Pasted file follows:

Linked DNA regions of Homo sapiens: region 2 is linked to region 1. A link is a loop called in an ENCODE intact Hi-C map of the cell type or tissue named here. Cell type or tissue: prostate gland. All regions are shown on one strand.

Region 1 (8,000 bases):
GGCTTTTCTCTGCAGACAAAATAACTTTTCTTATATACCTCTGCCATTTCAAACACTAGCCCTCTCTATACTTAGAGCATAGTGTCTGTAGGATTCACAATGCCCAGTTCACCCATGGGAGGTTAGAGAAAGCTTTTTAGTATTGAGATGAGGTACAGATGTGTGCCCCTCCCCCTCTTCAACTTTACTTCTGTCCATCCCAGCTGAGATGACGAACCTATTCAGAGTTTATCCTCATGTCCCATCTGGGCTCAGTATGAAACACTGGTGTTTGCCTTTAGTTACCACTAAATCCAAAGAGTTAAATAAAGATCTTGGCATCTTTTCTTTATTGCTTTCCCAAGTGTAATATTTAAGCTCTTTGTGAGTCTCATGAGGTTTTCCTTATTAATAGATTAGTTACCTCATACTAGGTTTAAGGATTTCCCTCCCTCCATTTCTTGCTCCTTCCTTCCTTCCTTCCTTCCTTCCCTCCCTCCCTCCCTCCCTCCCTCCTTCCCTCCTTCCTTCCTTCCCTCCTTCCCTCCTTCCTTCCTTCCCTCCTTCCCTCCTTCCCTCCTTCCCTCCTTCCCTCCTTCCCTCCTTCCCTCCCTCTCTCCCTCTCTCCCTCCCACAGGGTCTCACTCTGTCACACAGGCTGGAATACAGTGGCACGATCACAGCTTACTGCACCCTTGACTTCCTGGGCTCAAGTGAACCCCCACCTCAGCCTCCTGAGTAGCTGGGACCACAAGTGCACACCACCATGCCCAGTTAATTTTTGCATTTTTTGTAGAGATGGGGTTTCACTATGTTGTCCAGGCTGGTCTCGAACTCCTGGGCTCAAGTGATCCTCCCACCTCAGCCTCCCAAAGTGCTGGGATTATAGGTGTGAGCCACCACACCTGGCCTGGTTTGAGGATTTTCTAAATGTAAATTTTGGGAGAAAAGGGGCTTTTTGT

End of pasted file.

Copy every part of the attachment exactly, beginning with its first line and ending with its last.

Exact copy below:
Linked DNA regions of Homo sapiens: region 2 is linked to region 1. A link is a loop called in an ENCODE intact Hi-C map of the cell type or tissue named here. Cell type or tissue: prostate gland. All regions are shown on one strand.

Region 1 (8,000 bases):
GGCTTTTCTCTGCAGACAAAATAACTTTTCTTATATACCTCTGCCATTTCAAACACTAGCCCTCTCTATACTTAGAGCATAGTGTCTGTAGGATTCACAATGCCCAGTTCACCCATGGGAGGTTAGAGAAAGCTTTTTAGTATTGAGATGAGGTACAGATGTGTGCCCCTCCCCCTCTTCAACTTTACTTCTGTCCATCCCAGCTGAGATGACGAACCTATTCAGAGTTTATCCTCATGTCCCATCTGGGCTCAGTATGAAACACTGGTGTTTGCCTTTAGTTACCACTAAATCCAAAGAGTTAAATAAAGATCTTGGCATCTTTTCTTTATTGCTTTCCCAAGTGTAATATTTAAGCTCTTTGTGAGTCTCATGAGGTTTTCCTTATTAATAGATTAGTTACCTCATACTAGGTTTAAGGATTTCCCTCCCTCCATTTCTTGCTCCTTCCTTCCTTCCTTCCTTCCTTCCCTCCCTCCCTCCCTCCCTCCCTCCTTCCCTCCTTCCTTCCTTCCCTCCTTCCCTCCTTCCTTCCTTCCCTCCTTCCCTCCTTCCCTCCTTCCCTCCTTCCCTCCTTCCCTCCTTCCCTCCCTCTCTCCCTCTCTCCCTCCCACAGGGTCTCACTCTGTCACACAGGCTGGAATACAGTGGCACGATCACAGCTTACTGCACCCTTGACTTCCTGGGCTCAAGTGAACCCCCACCTCAGCCTCCTGAGTAGCTGGGACCACAAGTGCACACCACCATGCCCAGTTAATTTTTGCATTTTTTGTAGAGATGGGGTTTCACTATGTTGTCCAGGCTGGTCTCGAACTCCTGGGCTCAAGTGATCCTCCCACCTCAGCCTCCCAAAGTGCTGGGATTATAGGTGTGAGCCACCACACCTGGCCTGGTTTGAGGATTTTCTAAATGTAAATTTTGGGAGAAAAGGGGCTTTTTGT